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there was a vacancy. Ed.

h Willis, i. 27. Stevens, i. 265. k Willis, i. 27.


The revenues at the dissolution were, valued by Revenues.
Dugdale at . % 102. 7s. \d. per annum; by Speed
at .%5 1 0. 6s. Id. ' Notwithstanding the purchase
made by Boreman, Edward VI. granted the mo- Granted to

i . iJf , i i i THE TOWN.

nastery to the corporation of bt. Albans, which he
had lately instituted, and ordered that the church
should be reputed the parish church of the place,
and be served by a rector, to be nominated by the
mayor and burgesses of the town.

The abbots lived in splendor, suitable to their
rank and revenues. They dined in the great hall,
at a table to which there was a flight of fifteen
steps. The monks served up the dinner on plate,
and in their way made a halt at every fifth step,
where there was a landing, and sung on each a short
hymn. The abbot usually sat alone in the middle
of the table ; and when any persons of rank came,
he sat towards the end of the table. After the
monks had waited some time on the abbot, they
sat down at two other tables, placed on the sides
of the hall, and had their services brought in by
the novices; who, when the monks had dined,
sat down to their own dinners m .

The church, in its present state, is a most Church.
venerable and great pile : its form that of a cross,
with a tower. At the intersection the length is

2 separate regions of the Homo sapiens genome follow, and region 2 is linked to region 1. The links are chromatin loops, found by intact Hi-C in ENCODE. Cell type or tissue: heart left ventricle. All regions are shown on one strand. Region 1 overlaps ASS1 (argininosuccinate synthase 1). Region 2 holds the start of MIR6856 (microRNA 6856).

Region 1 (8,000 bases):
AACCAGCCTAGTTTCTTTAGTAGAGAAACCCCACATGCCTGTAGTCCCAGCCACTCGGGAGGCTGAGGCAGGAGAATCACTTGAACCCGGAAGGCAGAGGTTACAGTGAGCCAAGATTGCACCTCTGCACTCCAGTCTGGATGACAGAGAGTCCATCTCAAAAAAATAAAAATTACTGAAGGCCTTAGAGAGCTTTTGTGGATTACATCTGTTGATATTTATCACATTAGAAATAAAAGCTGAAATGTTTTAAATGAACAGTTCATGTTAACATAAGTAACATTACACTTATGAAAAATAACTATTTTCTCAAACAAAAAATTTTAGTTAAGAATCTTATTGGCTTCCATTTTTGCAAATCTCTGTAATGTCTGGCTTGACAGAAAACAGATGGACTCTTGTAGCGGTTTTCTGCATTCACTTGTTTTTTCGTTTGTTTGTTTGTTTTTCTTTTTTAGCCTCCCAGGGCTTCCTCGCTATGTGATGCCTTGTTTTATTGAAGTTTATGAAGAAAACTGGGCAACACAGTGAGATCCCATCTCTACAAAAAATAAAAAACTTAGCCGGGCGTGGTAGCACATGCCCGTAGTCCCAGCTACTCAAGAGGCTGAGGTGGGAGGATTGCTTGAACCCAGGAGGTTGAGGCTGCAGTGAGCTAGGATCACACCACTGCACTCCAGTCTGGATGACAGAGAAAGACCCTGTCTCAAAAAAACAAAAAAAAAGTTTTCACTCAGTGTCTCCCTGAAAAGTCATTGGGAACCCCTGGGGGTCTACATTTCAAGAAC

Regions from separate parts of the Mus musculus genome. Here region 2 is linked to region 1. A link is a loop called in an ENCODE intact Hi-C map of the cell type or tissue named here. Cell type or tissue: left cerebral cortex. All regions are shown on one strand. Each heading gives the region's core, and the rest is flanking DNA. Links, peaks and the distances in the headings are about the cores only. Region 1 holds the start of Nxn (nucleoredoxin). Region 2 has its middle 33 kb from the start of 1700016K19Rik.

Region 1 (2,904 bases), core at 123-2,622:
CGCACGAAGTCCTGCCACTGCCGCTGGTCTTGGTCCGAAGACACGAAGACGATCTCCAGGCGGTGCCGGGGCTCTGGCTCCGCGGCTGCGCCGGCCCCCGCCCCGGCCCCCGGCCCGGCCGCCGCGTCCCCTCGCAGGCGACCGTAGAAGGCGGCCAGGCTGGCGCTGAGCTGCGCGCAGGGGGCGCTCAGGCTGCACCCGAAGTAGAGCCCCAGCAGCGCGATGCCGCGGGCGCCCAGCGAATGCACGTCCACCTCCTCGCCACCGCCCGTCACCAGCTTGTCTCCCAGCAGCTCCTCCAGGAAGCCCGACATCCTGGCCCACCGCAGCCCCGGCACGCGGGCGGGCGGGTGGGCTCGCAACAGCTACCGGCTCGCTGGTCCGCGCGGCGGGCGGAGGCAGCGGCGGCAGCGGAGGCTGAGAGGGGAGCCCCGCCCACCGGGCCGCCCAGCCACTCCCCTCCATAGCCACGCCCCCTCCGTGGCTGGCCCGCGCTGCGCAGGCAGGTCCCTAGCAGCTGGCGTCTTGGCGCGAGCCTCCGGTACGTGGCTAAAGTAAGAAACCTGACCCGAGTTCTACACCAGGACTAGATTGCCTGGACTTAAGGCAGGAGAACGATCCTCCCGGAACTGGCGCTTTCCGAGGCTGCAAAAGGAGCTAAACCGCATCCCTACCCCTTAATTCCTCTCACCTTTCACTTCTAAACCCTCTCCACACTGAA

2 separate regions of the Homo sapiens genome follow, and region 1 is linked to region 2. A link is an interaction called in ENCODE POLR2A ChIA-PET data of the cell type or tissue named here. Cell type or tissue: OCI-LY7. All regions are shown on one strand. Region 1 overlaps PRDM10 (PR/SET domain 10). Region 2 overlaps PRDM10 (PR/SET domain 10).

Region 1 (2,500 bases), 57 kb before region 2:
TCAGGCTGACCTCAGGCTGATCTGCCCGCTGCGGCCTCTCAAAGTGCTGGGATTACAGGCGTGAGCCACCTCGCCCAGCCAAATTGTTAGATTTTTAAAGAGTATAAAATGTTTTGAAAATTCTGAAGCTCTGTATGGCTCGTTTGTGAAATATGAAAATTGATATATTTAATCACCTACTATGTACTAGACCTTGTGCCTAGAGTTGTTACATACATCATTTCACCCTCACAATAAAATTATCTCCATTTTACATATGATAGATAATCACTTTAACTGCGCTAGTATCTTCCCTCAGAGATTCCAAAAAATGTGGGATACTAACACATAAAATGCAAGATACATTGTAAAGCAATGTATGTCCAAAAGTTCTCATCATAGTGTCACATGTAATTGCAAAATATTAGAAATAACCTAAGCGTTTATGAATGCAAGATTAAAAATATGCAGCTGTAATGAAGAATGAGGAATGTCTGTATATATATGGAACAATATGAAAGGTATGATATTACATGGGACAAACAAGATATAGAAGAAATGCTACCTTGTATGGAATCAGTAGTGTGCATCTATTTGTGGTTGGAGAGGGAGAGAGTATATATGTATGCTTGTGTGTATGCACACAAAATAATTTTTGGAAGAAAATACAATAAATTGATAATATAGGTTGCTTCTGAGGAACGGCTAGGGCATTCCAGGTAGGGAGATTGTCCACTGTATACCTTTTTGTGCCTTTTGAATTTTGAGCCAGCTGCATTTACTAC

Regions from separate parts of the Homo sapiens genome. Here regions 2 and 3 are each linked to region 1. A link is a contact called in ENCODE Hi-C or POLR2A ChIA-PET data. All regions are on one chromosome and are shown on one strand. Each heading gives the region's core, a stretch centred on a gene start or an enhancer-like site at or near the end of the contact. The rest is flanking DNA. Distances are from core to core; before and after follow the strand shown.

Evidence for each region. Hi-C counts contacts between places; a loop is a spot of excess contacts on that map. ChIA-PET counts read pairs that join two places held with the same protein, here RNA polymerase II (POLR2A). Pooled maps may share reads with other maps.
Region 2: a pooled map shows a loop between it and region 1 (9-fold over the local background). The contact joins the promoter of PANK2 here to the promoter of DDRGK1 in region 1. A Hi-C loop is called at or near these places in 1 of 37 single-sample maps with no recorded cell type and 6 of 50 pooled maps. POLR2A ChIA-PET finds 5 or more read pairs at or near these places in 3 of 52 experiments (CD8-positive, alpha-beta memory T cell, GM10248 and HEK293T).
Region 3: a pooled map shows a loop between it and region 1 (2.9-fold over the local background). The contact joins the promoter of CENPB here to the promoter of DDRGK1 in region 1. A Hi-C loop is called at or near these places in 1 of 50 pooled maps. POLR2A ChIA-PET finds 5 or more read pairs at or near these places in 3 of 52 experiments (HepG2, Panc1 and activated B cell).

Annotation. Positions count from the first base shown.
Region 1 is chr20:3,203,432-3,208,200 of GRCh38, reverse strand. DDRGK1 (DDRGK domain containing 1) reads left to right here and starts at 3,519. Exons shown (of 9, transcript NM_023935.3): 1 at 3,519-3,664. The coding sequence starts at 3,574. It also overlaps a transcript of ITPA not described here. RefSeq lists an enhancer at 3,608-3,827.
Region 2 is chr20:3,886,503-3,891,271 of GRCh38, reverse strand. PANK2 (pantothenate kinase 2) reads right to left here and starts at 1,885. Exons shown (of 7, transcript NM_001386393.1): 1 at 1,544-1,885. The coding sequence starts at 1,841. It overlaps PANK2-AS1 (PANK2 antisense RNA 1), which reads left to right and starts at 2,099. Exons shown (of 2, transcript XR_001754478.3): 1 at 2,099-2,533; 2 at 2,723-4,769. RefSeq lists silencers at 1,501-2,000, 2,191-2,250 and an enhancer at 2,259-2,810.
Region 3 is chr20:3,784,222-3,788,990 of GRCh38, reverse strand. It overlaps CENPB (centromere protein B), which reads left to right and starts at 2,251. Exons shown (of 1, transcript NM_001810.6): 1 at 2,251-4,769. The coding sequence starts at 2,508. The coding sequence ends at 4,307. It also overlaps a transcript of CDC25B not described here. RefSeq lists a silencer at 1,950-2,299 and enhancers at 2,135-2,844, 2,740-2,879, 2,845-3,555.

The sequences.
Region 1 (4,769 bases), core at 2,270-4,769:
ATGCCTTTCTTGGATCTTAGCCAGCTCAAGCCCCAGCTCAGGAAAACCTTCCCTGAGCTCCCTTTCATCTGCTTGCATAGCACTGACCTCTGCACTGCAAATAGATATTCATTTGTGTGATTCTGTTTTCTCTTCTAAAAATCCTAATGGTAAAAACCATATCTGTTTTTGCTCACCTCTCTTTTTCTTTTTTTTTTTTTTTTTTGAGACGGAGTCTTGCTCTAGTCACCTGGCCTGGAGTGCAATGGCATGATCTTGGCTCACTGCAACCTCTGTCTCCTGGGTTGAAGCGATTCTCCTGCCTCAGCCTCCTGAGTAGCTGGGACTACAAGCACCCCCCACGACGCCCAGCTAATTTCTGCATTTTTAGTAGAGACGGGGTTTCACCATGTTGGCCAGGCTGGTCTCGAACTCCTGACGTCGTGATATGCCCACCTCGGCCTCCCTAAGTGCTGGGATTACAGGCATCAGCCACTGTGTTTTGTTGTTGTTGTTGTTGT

1 Tanner, 180. * Antiquarian Repertory, Hi. 60.

2 A


six hundred feet; that of the transepts one hun-
dred and eighty. The height of the tower one
hundred and forty-four feet; that of the body
sixty-five; of the aiies thirty; the breadth of the
body two hundred and seventeen.
Ruined j By neglect, or by the ravages of war, the ori-
ginal church fell to decay. Abbot Ealdred, who
lived in 969, designed to pull down and rebuild it;
and for that purpose collected, from the ruins of
Verulamium, all the stone, tiles, and timber,
he could find. Death put a stop to his intention.
His successor, Eadmer, resumed the task of get-
ting together the materials ; and in his search,
found great quantities of curious antiquities ; such
as altars, urns, fyc. which the pious man broke to
pieces, as heathen abominations. He also, as is
said, discovered several books, some in British,
others in Latin ; and a great one in a language
and character unknown to any but an old priest.
This was found to be the authentic life of St. Al-
lan ; which was carefully treasured up, being a
confirmation of what Btde had written on the
same subject. The other books, being only ac-
counts of heathen mythology, inventions of the de-
vil, were instantly condemned to the flames n .
A famine stopped the design of the new

n Stevens, i. 237.


church, under the abbot Leofric. The troubles
that ensued, under the remaining Sa.von monarchs,
and the unsettled state of the kingdom at the Con-
quest, occasioned the plan to lie dormant till the
year 1077? when it was executed by abbot Paul, and rebuilt.
a Norman monk. He applied to that purpose
the timber, the stones, and tiles, collected by his
predecessors : accordingly we see the far greater
and more antient part of the walls a motley com-
position of stones and Roman tiles.

Many other parts afterwards were pulled down, Altera.

r r ' TIONS.

and rebuilt in the stile of the times ; and I suspect
that, in general, the present windows are long pos-